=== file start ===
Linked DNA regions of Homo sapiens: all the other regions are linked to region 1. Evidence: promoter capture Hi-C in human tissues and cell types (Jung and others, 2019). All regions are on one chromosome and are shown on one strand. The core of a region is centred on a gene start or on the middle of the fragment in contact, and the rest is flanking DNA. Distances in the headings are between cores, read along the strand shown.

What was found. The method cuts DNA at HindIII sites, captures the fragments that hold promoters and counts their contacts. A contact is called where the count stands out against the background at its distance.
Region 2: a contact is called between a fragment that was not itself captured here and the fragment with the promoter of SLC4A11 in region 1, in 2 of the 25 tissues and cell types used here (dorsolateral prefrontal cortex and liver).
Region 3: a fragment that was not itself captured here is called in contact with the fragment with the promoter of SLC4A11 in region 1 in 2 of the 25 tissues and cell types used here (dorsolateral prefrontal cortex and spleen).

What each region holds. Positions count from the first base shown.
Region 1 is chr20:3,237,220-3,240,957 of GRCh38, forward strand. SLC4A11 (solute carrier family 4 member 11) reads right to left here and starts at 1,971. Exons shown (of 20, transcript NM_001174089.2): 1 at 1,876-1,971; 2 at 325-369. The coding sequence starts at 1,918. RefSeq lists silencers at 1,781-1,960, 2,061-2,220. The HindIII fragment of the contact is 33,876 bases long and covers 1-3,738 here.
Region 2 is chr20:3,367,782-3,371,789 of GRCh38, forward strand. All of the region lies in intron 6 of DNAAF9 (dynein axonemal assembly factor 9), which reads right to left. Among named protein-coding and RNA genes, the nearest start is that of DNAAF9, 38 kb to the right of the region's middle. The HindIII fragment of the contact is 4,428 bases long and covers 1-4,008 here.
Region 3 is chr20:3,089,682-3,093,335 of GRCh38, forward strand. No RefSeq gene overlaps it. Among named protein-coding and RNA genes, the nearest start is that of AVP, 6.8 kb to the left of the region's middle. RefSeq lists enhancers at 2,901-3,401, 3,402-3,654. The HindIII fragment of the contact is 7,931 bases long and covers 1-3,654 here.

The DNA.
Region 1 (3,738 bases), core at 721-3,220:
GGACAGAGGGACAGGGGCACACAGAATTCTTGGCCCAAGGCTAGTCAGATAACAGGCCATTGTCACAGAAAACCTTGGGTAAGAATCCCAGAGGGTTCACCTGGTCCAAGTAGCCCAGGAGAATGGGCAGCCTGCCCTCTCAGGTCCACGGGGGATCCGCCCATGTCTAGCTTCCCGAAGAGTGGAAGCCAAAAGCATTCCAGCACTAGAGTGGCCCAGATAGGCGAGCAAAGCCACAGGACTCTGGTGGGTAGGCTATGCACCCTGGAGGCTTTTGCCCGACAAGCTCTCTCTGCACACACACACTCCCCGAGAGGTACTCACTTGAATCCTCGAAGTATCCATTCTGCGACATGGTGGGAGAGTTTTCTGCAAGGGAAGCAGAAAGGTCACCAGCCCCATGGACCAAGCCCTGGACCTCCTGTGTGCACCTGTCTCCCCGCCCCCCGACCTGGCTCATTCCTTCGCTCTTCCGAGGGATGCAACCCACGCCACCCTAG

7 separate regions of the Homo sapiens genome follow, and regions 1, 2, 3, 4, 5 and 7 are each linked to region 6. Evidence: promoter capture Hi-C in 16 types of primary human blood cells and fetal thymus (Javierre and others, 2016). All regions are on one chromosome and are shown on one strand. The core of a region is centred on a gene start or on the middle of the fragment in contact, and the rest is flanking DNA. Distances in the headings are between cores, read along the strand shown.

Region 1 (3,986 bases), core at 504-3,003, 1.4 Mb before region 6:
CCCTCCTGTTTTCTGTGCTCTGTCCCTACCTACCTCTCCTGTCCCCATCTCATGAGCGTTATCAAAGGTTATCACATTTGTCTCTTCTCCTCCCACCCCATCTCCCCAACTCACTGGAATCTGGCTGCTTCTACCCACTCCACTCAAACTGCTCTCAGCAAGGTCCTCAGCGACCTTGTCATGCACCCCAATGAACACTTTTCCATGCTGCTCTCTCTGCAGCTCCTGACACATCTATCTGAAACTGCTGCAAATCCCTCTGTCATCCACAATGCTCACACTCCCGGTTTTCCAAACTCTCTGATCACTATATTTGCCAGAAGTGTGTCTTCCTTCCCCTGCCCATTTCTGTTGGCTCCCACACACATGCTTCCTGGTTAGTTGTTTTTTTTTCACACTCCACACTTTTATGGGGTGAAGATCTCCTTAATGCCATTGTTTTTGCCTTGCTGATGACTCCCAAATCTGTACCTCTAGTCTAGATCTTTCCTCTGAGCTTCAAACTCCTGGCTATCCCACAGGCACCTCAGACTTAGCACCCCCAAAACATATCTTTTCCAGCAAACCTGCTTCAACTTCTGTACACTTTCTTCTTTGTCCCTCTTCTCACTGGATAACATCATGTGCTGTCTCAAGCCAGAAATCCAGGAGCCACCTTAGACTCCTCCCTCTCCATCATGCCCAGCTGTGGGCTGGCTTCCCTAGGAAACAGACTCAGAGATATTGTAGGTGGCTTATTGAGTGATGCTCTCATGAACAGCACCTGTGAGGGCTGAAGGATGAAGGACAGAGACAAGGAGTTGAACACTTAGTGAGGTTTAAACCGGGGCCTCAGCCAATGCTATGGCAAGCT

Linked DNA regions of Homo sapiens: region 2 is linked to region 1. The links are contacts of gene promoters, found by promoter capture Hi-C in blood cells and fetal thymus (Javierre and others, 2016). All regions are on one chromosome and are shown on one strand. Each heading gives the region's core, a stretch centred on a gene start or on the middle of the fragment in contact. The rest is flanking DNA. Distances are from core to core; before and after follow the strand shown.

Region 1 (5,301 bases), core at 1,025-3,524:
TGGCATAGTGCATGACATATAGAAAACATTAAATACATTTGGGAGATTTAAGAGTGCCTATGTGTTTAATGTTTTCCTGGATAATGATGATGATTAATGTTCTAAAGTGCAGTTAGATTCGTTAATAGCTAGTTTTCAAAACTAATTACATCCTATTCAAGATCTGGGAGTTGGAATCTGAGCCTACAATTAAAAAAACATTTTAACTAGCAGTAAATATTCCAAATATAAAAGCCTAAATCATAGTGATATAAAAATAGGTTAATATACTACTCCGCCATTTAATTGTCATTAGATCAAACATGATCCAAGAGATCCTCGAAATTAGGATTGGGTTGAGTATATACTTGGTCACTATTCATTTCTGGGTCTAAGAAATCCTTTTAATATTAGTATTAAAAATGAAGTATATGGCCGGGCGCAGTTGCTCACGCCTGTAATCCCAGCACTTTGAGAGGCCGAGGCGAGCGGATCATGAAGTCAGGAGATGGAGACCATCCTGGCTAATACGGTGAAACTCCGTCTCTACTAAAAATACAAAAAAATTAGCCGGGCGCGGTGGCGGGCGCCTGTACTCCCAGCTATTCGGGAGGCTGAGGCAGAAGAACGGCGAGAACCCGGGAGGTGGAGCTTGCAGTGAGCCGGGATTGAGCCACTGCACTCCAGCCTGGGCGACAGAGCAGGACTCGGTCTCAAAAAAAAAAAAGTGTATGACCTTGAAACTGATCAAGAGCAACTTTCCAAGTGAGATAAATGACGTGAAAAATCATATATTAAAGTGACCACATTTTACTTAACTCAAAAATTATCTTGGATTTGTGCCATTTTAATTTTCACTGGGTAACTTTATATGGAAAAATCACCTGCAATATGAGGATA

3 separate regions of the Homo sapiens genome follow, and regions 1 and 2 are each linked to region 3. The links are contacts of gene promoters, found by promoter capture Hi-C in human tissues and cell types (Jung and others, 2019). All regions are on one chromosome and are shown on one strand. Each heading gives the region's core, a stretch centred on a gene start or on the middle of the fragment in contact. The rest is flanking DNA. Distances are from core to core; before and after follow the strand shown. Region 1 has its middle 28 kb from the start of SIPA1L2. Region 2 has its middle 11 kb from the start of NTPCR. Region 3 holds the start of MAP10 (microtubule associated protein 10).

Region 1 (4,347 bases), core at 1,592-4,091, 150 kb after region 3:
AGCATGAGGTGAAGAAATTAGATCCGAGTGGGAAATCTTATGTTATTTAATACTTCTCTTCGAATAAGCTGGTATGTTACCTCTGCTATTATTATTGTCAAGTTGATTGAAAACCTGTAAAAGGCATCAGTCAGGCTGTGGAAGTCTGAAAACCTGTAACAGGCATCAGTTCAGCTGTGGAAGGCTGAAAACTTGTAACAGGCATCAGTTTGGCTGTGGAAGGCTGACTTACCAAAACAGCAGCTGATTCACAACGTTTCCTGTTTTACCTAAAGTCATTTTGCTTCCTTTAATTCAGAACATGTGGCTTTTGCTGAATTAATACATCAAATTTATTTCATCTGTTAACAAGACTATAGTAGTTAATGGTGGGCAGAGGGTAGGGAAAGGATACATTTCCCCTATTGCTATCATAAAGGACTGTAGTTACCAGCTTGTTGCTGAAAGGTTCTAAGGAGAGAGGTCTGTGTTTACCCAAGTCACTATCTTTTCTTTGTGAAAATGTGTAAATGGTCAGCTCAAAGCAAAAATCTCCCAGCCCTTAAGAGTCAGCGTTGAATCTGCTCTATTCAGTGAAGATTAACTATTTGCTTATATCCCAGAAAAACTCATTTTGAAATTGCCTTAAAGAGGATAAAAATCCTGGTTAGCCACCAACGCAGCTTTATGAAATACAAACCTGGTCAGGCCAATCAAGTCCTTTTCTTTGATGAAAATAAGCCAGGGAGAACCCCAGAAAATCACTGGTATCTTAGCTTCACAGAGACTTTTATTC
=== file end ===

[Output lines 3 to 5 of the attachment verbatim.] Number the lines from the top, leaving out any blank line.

Region 2: a contact is called between a fragment that was not itself captured here and the fragment with the promoter of SLC4A11 in region 1, in 2 of the 25 tissues and cell types used here (dorsolateral prefrontal cortex and liver).
Region 3: a fragment that was not itself captured here is called in contact with the fragment with the promoter of SLC4A11 in region 1 in 2 of the 25 tissues and cell types used here (dorsolateral prefrontal cortex and spleen).

What each region holds. Positions count from the first base shown.